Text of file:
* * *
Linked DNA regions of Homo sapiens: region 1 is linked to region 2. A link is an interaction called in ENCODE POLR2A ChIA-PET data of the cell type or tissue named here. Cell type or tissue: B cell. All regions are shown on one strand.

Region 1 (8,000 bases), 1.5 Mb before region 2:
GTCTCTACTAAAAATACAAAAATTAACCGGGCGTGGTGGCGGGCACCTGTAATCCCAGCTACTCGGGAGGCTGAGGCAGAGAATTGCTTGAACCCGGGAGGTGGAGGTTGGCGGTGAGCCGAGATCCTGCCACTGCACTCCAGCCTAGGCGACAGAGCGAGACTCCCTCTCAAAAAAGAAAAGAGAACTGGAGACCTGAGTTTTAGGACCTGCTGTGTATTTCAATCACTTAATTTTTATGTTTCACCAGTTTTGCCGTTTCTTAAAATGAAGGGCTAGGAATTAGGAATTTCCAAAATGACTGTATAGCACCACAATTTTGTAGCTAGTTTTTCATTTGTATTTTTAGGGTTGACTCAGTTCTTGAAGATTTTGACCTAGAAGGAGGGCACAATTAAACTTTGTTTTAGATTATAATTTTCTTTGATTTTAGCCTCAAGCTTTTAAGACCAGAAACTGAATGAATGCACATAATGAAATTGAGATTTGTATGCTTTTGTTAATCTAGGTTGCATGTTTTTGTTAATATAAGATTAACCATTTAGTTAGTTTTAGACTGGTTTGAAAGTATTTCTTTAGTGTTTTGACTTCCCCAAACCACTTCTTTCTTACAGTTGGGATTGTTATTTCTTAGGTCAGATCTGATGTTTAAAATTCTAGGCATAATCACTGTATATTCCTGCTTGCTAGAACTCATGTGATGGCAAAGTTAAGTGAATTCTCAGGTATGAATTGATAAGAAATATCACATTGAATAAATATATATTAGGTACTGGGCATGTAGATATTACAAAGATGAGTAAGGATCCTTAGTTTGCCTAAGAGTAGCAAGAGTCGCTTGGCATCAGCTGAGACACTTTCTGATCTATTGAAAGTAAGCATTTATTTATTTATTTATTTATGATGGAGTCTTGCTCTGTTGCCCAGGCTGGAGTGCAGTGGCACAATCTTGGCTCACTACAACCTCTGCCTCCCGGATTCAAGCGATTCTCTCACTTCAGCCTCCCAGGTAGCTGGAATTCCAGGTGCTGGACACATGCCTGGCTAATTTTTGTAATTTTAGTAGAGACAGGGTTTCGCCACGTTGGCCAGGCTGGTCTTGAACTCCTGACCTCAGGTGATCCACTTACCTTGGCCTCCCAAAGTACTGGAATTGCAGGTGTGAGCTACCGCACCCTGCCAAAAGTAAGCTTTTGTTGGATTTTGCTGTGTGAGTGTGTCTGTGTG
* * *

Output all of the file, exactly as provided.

Linked DNA regions of Homo sapiens: region 1 is linked to region 2. A link is an interaction called in ENCODE POLR2A ChIA-PET data of the cell type or tissue named here. Cell type or tissue: B cell. All regions are shown on one strand.

Region 1 (8,000 bases), 1.5 Mb before region 2:
GTCTCTACTAAAAATACAAAAATTAACCGGGCGTGGTGGCGGGCACCTGTAATCCCAGCTACTCGGGAGGCTGAGGCAGAGAATTGCTTGAACCCGGGAGGTGGAGGTTGGCGGTGAGCCGAGATCCTGCCACTGCACTCCAGCCTAGGCGACAGAGCGAGACTCCCTCTCAAAAAAGAAAAGAGAACTGGAGACCTGAGTTTTAGGACCTGCTGTGTATTTCAATCACTTAATTTTTATGTTTCACCAGTTTTGCCGTTTCTTAAAATGAAGGGCTAGGAATTAGGAATTTCCAAAATGACTGTATAGCACCACAATTTTGTAGCTAGTTTTTCATTTGTATTTTTAGGGTTGACTCAGTTCTTGAAGATTTTGACCTAGAAGGAGGGCACAATTAAACTTTGTTTTAGATTATAATTTTCTTTGATTTTAGCCTCAAGCTTTTAAGACCAGAAACTGAATGAATGCACATAATGAAATTGAGATTTGTATGCTTTTGTTAATCTAGGTTGCATGTTTTTGTTAATATAAGATTAACCATTTAGTTAGTTTTAGACTGGTTTGAAAGTATTTCTTTAGTGTTTTGACTTCCCCAAACCACTTCTTTCTTACAGTTGGGATTGTTATTTCTTAGGTCAGATCTGATGTTTAAAATTCTAGGCATAATCACTGTATATTCCTGCTTGCTAGAACTCATGTGATGGCAAAGTTAAGTGAATTCTCAGGTATGAATTGATAAGAAATATCACATTGAATAAATATATATTAGGTACTGGGCATGTAGATATTACAAAGATGAGTAAGGATCCTTAGTTTGCCTAAGAGTAGCAAGAGTCGCTTGGCATCAGCTGAGACACTTTCTGATCTATTGAAAGTAAGCATTTATTTATTTATTTATTTATGATGGAGTCTTGCTCTGTTGCCCAGGCTGGAGTGCAGTGGCACAATCTTGGCTCACTACAACCTCTGCCTCCCGGATTCAAGCGATTCTCTCACTTCAGCCTCCCAGGTAGCTGGAATTCCAGGTGCTGGACACATGCCTGGCTAATTTTTGTAATTTTAGTAGAGACAGGGTTTCGCCACGTTGGCCAGGCTGGTCTTGAACTCCTGACCTCAGGTGATCCACTTACCTTGGCCTCCCAAAGTACTGGAATTGCAGGTGTGAGCTACCGCACCCTGCCAAAAGTAAGCTTTTGTTGGATTTTGCTGTGTGAGTGTGTCTGTGTG